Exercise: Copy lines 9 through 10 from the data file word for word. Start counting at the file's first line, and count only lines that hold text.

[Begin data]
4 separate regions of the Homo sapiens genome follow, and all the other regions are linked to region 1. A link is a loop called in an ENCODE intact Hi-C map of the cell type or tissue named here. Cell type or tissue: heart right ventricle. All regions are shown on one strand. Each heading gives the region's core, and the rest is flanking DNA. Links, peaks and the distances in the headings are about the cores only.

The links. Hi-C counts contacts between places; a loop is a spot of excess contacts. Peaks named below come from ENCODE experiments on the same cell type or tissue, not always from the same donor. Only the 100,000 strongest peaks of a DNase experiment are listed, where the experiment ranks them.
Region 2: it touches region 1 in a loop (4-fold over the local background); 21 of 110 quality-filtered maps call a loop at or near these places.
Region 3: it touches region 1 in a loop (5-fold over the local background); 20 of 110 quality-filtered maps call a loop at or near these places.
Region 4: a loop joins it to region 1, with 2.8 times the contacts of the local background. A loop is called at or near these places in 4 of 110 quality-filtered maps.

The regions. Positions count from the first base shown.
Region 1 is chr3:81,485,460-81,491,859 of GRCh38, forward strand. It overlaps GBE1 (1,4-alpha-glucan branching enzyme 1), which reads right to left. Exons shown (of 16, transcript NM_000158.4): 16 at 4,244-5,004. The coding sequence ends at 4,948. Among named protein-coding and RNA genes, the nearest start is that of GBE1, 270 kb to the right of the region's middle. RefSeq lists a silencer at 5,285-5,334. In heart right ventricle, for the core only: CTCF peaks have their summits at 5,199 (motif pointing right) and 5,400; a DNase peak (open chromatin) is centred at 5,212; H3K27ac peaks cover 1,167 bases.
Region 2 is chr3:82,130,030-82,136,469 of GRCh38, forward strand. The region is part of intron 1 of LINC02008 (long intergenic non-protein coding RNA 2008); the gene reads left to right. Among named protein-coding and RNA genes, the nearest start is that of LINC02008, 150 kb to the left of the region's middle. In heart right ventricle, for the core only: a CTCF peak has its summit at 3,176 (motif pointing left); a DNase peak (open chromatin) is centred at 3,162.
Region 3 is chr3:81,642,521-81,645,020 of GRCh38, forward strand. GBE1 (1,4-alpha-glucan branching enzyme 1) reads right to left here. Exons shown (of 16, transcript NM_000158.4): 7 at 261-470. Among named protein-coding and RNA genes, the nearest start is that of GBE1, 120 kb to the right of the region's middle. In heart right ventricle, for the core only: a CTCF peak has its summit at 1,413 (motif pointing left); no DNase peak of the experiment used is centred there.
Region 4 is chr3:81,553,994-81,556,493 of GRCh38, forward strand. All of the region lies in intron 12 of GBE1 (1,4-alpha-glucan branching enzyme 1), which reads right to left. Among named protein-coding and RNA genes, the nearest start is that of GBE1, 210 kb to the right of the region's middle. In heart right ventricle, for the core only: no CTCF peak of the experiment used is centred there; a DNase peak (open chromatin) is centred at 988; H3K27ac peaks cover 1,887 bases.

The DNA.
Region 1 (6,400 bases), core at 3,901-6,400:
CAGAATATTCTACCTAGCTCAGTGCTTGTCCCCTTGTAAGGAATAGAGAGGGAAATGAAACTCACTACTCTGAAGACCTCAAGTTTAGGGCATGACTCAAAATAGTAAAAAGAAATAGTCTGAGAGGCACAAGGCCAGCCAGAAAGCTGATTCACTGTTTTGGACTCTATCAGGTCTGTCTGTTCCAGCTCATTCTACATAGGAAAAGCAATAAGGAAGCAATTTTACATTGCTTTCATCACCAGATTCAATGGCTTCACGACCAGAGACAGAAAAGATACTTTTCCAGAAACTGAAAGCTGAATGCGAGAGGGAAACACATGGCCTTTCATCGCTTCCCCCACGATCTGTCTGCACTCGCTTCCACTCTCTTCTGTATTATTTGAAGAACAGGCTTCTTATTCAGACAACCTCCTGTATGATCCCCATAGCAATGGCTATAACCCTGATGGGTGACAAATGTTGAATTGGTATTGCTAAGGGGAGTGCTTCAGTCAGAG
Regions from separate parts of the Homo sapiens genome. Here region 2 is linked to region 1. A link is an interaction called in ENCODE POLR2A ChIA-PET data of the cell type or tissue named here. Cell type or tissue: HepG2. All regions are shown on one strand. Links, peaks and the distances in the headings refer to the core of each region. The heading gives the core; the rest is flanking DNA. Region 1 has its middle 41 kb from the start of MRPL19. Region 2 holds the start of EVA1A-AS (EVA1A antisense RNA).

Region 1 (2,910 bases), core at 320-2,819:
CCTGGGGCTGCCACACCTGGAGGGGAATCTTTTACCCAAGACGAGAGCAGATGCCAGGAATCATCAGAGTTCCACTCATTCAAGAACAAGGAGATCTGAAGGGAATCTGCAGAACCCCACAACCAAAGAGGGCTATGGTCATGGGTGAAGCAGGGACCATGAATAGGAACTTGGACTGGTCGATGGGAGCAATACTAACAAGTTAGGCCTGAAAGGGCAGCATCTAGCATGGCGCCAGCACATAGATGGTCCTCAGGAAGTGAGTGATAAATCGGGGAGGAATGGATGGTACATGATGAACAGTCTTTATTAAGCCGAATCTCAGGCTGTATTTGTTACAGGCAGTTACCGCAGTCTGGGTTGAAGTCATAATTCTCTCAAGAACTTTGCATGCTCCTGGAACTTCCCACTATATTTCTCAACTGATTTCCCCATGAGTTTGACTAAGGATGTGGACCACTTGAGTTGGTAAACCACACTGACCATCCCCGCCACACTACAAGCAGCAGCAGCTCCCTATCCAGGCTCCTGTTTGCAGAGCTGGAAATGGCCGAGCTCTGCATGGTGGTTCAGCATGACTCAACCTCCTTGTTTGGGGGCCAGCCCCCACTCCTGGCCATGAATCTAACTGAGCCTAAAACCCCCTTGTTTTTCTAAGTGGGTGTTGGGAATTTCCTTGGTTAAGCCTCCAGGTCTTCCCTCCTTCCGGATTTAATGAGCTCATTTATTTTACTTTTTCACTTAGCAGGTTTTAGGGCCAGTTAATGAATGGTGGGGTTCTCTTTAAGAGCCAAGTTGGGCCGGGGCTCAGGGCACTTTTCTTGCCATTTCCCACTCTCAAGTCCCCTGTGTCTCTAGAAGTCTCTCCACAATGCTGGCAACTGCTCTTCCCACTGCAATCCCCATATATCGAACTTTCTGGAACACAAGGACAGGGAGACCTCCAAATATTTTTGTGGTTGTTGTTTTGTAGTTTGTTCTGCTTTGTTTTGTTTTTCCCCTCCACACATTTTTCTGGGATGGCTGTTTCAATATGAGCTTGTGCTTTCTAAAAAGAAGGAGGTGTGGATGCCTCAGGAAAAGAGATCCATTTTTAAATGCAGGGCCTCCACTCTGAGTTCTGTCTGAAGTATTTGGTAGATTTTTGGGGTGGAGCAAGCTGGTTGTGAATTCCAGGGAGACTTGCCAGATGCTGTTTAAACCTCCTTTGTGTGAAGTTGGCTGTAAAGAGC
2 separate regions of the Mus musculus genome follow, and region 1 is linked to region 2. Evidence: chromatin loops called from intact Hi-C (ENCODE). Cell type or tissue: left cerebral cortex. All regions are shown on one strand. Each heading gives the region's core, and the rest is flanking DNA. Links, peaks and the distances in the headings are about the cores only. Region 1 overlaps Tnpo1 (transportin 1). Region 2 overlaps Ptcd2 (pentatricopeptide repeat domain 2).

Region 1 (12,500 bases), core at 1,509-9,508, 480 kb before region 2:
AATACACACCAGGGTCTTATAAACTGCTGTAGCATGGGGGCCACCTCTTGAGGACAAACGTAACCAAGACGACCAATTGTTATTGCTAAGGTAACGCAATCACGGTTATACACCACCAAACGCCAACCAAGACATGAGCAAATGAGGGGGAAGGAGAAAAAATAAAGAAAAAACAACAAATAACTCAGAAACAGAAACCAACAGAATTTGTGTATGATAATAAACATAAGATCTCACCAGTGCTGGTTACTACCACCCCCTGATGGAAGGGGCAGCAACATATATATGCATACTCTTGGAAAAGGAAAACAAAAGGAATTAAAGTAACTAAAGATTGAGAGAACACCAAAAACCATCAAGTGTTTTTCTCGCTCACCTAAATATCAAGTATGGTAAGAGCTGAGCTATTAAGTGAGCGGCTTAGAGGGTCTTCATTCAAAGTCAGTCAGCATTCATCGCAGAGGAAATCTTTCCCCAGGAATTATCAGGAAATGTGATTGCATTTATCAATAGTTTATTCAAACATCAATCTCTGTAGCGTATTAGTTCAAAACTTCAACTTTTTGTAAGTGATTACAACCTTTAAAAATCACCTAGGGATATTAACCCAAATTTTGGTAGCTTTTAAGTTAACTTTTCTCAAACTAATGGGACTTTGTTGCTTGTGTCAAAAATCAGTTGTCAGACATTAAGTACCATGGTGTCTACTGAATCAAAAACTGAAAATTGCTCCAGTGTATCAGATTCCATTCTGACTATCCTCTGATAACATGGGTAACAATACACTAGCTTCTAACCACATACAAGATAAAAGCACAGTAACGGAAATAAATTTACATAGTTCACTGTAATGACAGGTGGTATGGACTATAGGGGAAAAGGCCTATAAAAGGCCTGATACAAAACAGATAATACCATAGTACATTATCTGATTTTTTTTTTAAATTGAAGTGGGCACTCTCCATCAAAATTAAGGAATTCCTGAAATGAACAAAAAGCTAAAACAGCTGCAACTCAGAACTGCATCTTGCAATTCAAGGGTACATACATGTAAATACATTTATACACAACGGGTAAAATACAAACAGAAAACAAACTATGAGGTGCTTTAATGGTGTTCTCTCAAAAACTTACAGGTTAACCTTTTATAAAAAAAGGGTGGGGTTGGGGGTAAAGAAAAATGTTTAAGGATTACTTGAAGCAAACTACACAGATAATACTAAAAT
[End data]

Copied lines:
Region 3 is chr3:81,642,521-81,645,020 of GRCh38, forward strand. GBE1 (1,4-alpha-glucan branching enzyme 1) reads right to left here. Exons shown (of 16, transcript NM_000158.4): 7 at 261-470. Among named protein-coding and RNA genes, the nearest start is that of GBE1, 120 kb to the right of the region's middle. In heart right ventricle, for the core only: a CTCF peak has its summit at 1,413 (motif pointing left); no DNase peak of the experiment used is centred there.
Region 4 is chr3:81,553,994-81,556,493 of GRCh38, forward strand. All of the region lies in intron 12 of GBE1 (1,4-alpha-glucan branching enzyme 1), which reads right to left. Among named protein-coding and RNA genes, the nearest start is that of GBE1, 210 kb to the right of the region's middle. In heart right ventricle, for the core only: no CTCF peak of the experiment used is centred there; a DNase peak (open chromatin) is centred at 988; H3K27ac peaks cover 1,887 bases.